Manufacturing workers who retire or leave their jobs often leave behind invaluable knowledge on plant tasks and procedures. While some larger plants may have this information well documented, that is not often the case in smaller plants, leaving newer workers to scramble to reassemble that knowledge base.
At an IME East Conference and Exhibition session last week titled, "Harnessing ChatGPT: Bridging the Knowledge Gap in Manufacturing," several panelists said generative AI programs such as ChatGPT could become the missing link to establishing essential how-to and best practices for various manufacturing tasks.
Maintaining Quality Long a Challenge
Maintaining manufacturing quality has long been a challenge for manufacturers of all sizes, noted Catherine Briley, Director of Manufacturing 4.0 Integration at the Cooley Group. “The problems existed before COVID, and with new products and new processes there is a loss of tribal knowledge and information. In some cases, there is an absence of digital knowledge and stored information to solve production issues.”
These issues become exacerbated when older workers retire, leaving those behind to figure out what is going on. Generative AI programs such as ChatGPT can be queried to produce at least a baseline of manufacturing guidelines and answers that workers can start with.
Martin Cloake, CEO at Raven.ai and co-founder of the Industry 4.0 club, said progams such as ChatGPT can help produce useful training documents that can be enhanced with inputs from operators. In addition, the program can help operators clarify existing documents to get answers. “ChatGPT can be used to query internal documents, such as process documents,” Cloake added.
Because many companies have several manufacturing plants, generative AI can also help ensure that manufacturing information and procedures are consistent in various locations and spare workers time spent having to get information from other locations should a manufacturing issue arise suddenly.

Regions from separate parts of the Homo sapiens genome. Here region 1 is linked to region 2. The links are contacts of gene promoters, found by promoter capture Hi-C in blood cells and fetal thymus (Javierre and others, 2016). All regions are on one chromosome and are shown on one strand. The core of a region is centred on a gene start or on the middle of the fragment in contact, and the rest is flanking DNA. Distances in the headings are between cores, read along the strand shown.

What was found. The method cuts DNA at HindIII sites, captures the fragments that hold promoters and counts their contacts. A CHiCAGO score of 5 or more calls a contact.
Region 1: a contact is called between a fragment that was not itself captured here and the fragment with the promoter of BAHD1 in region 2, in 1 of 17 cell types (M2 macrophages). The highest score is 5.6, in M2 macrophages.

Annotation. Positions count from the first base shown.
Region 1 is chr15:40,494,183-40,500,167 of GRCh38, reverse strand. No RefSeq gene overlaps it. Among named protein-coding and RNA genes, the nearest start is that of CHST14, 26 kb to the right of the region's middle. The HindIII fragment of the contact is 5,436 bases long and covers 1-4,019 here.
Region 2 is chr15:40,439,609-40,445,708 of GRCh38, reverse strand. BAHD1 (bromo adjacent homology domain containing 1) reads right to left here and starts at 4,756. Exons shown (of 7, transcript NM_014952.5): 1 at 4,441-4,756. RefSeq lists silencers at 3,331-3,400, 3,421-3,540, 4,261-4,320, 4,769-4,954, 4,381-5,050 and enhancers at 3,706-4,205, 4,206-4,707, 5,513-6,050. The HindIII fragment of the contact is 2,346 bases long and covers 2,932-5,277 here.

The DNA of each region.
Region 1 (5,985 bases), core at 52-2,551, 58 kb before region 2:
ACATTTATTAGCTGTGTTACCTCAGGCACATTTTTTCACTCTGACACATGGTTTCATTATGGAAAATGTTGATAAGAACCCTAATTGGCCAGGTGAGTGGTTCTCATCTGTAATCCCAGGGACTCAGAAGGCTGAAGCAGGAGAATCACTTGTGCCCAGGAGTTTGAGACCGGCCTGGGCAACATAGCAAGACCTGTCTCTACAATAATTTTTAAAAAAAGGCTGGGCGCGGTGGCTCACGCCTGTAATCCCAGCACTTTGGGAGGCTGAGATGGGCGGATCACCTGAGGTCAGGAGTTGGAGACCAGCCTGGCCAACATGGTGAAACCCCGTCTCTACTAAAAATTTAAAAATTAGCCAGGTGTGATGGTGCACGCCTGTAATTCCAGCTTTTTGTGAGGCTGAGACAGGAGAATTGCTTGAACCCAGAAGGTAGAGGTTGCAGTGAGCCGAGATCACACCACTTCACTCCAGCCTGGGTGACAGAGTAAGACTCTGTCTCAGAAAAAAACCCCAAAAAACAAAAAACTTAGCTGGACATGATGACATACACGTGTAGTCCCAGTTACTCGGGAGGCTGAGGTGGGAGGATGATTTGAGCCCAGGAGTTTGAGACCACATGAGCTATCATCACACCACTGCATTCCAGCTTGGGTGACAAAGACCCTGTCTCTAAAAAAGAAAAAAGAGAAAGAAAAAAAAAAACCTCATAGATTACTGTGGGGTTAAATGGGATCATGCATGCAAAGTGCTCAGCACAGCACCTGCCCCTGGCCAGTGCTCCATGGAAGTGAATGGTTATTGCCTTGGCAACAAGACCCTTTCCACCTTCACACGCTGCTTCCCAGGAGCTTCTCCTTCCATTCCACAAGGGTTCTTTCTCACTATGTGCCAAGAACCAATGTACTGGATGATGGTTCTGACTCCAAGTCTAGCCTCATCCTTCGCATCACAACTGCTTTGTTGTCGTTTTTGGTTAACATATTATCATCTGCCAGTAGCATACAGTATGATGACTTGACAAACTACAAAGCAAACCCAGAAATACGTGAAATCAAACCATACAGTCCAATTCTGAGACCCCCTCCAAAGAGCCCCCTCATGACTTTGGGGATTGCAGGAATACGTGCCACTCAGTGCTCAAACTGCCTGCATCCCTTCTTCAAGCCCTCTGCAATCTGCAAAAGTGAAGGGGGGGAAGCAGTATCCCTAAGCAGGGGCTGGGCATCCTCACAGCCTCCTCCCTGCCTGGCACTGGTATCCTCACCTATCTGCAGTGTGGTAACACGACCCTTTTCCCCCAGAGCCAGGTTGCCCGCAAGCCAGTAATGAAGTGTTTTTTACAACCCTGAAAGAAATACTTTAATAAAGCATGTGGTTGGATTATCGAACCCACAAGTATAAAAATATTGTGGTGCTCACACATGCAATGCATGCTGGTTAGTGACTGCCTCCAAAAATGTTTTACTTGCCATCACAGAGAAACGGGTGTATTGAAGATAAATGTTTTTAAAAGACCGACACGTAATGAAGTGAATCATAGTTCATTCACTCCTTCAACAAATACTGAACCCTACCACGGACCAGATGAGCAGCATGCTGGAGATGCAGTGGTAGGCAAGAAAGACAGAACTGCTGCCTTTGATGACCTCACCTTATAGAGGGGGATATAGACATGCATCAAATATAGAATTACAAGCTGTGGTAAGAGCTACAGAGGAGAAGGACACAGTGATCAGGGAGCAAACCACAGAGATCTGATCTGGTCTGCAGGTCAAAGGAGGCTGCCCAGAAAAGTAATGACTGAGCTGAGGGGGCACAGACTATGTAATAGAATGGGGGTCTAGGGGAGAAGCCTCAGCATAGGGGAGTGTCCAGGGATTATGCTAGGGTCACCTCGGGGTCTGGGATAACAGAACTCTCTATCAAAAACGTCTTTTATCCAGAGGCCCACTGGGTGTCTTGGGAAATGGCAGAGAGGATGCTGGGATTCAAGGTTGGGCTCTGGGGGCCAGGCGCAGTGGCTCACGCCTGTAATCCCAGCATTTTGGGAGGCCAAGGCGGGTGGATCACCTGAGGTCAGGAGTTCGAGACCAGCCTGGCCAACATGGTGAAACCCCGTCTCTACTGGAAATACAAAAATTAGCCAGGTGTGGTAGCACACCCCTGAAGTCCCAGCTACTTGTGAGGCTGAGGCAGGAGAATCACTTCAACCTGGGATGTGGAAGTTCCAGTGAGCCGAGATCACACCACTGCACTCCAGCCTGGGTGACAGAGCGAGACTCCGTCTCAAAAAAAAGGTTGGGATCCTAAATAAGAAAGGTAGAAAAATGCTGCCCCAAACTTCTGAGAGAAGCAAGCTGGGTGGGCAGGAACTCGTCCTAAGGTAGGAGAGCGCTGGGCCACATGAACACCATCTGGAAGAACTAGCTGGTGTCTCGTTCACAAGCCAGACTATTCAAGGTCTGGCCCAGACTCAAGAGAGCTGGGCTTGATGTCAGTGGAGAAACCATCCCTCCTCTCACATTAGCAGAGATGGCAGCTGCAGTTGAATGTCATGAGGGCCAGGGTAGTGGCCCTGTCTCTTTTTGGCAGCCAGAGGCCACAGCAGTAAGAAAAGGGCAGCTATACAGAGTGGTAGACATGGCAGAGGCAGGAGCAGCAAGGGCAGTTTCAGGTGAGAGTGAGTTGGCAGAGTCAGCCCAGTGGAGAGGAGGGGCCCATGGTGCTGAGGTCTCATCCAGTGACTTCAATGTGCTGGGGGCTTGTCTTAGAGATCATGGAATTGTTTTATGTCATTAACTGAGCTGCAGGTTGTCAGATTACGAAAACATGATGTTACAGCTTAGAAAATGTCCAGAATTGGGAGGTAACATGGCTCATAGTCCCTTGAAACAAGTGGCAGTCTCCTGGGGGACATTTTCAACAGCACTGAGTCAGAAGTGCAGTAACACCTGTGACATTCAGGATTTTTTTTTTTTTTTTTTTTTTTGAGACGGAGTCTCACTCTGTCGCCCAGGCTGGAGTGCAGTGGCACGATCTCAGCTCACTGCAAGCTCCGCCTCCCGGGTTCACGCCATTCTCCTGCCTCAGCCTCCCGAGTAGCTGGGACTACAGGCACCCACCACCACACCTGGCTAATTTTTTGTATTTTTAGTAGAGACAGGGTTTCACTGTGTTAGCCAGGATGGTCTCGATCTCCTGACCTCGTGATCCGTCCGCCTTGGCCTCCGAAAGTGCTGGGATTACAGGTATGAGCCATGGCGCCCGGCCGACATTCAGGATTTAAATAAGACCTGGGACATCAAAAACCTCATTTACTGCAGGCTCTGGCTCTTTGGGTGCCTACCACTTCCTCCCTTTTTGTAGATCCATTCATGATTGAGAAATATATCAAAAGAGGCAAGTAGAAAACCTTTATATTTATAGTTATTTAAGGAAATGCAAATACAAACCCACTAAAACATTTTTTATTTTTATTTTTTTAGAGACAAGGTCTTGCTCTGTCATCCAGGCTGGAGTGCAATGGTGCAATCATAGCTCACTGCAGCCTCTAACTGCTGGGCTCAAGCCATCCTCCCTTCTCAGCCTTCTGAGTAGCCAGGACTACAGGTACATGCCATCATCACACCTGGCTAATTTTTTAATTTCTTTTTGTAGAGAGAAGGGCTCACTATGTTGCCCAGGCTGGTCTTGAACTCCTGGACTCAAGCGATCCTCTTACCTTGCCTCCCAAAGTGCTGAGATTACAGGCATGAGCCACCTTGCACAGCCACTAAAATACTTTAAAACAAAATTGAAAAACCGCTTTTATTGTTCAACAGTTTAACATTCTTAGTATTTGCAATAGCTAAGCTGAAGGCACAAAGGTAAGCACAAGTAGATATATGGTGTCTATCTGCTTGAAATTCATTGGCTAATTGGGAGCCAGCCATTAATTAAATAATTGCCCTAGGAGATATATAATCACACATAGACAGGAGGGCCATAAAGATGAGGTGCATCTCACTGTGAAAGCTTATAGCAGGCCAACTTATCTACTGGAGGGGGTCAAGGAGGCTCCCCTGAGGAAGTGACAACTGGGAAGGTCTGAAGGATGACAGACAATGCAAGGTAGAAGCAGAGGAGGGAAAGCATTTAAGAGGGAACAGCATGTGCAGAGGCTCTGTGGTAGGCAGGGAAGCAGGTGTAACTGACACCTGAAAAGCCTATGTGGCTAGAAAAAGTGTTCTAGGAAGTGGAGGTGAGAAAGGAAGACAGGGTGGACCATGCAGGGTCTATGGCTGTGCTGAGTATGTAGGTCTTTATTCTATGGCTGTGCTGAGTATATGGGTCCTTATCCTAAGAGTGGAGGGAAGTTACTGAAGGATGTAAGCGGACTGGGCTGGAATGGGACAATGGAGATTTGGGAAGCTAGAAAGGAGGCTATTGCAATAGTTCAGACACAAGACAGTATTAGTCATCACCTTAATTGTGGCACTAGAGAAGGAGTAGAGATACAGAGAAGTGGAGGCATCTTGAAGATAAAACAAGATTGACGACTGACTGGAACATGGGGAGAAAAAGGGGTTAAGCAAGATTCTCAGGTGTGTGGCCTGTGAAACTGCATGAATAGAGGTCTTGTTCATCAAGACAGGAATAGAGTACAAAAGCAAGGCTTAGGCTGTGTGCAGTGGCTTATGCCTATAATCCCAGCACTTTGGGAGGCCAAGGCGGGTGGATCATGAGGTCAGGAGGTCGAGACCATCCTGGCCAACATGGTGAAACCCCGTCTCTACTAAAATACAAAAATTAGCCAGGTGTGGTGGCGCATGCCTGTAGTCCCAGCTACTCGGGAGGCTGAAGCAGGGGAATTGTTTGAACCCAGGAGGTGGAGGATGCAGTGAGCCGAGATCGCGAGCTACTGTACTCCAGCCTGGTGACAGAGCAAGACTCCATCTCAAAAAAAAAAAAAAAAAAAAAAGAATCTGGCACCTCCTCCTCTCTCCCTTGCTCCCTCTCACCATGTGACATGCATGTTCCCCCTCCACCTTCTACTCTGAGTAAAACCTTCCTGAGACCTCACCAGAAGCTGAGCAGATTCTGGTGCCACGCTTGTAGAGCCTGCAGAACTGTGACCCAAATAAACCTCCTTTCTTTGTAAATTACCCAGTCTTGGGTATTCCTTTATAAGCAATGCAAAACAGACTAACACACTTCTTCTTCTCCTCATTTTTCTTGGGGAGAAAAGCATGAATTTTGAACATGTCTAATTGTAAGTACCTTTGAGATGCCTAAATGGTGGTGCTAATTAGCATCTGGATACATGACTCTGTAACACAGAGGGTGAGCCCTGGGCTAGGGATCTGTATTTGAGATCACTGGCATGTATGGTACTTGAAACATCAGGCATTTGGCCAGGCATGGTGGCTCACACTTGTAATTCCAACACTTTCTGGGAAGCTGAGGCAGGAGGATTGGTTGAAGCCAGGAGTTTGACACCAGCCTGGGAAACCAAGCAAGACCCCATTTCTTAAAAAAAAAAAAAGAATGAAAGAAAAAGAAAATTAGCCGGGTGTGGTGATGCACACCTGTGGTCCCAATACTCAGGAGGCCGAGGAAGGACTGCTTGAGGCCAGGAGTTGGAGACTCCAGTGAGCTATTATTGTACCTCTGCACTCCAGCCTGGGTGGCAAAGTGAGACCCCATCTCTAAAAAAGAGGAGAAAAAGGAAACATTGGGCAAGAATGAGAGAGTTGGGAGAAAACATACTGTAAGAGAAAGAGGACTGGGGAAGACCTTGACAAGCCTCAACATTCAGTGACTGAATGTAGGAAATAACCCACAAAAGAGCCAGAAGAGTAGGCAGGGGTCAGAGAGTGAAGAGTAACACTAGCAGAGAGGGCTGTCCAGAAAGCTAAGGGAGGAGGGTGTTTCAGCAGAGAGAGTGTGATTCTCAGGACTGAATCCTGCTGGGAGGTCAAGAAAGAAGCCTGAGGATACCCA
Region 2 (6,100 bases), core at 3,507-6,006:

Justin Brennan, Vice President of Operations for Medical Laboratories, added that ChatGPT can provide reference or training documents for workers in remote or distributed locations. “Empowering people on front line can make a difference in productivity and engagement.”
Easier Access to Documents
Catherine Briley of the Cooley Group noted that in some firms internal manufacturing documents may be in Sharepoint or another network location that frontline production workers may not be able to easily access. “ChatGPT can potentially make such information easier to find,” she said.
One question asked of the panelists was how AI would fit in with the lean manufacturing vs Industry 4.0 manufacturing philosophies. Lean manufacturing methods rely heavily on interactions between humans, while 4.0 makes heavy use of digital data and analytics.
Raven’s Martin Cloake responded by stating that ChatGPT’s emphasis on language makes it ideal for operators who may not be trained in data and analytics. ”ChatGPT relies on language, it can work through texting. ChatGPT has the ability to work at scale.”
Cloake added, “Manufacturers have a lot of wisdom in their organizations. Tap into their information and insights, and not just digital data.”